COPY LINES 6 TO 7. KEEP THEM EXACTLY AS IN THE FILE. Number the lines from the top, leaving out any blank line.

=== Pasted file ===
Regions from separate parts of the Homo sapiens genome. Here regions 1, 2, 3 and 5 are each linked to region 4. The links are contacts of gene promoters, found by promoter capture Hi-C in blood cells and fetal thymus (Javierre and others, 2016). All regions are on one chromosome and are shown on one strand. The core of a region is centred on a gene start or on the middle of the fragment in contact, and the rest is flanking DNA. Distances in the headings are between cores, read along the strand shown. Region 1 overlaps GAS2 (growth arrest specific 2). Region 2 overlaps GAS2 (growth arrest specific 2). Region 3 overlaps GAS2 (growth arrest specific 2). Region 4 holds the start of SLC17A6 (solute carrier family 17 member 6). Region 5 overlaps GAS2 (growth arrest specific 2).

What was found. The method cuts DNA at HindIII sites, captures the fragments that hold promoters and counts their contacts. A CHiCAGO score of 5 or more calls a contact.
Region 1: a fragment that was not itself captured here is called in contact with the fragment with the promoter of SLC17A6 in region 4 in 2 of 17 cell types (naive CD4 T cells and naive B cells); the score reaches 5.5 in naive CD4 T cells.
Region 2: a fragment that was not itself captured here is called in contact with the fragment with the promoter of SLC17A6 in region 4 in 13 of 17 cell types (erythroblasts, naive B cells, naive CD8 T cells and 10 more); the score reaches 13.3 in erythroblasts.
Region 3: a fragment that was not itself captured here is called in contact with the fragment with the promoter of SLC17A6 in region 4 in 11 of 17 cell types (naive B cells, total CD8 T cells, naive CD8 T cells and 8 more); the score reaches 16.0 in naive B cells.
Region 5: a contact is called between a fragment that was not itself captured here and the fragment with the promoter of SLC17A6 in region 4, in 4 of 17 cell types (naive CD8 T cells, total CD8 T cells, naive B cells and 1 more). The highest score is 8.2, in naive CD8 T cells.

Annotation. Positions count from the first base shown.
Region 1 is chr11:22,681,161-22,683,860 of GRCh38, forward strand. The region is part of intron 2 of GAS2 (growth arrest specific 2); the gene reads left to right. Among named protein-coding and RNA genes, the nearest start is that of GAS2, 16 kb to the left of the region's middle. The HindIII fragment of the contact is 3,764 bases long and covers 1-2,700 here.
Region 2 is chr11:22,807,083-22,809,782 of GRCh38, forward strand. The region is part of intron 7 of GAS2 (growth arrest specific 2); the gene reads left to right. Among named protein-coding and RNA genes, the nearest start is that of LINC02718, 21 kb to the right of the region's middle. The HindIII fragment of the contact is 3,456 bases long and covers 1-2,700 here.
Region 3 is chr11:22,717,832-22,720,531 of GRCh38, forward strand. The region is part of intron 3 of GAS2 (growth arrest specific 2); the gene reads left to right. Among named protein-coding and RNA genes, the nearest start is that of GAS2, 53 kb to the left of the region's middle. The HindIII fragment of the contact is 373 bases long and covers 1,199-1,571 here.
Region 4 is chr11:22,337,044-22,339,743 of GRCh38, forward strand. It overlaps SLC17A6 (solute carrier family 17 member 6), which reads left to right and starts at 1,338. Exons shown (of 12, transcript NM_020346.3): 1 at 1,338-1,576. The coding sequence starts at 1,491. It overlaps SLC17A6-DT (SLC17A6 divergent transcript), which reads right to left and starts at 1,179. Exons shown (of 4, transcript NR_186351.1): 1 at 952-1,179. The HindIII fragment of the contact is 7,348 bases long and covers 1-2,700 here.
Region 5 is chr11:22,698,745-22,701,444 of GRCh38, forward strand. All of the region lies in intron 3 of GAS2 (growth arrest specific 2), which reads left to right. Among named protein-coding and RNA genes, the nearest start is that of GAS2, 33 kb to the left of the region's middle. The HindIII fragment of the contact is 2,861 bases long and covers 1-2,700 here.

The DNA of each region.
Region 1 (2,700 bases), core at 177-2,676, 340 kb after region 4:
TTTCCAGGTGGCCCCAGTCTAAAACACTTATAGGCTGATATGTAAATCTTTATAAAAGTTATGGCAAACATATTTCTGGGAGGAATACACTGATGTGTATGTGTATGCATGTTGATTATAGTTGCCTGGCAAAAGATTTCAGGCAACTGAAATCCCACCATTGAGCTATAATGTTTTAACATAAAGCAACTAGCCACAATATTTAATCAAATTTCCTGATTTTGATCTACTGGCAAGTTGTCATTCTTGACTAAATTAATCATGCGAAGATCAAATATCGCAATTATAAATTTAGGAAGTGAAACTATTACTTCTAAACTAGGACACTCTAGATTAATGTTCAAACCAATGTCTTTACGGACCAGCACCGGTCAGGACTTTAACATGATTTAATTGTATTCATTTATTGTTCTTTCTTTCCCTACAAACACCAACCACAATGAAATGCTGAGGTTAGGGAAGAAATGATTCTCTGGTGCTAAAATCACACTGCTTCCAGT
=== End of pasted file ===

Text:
Region 5: a contact is called between a fragment that was not itself captured here and the fragment with the promoter of SLC17A6 in region 4, in 4 of 17 cell types (naive CD8 T cells, total CD8 T cells, naive B cells and 1 more). The highest score is 8.2, in naive CD8 T cells.

Annotation. Positions count from the first base shown.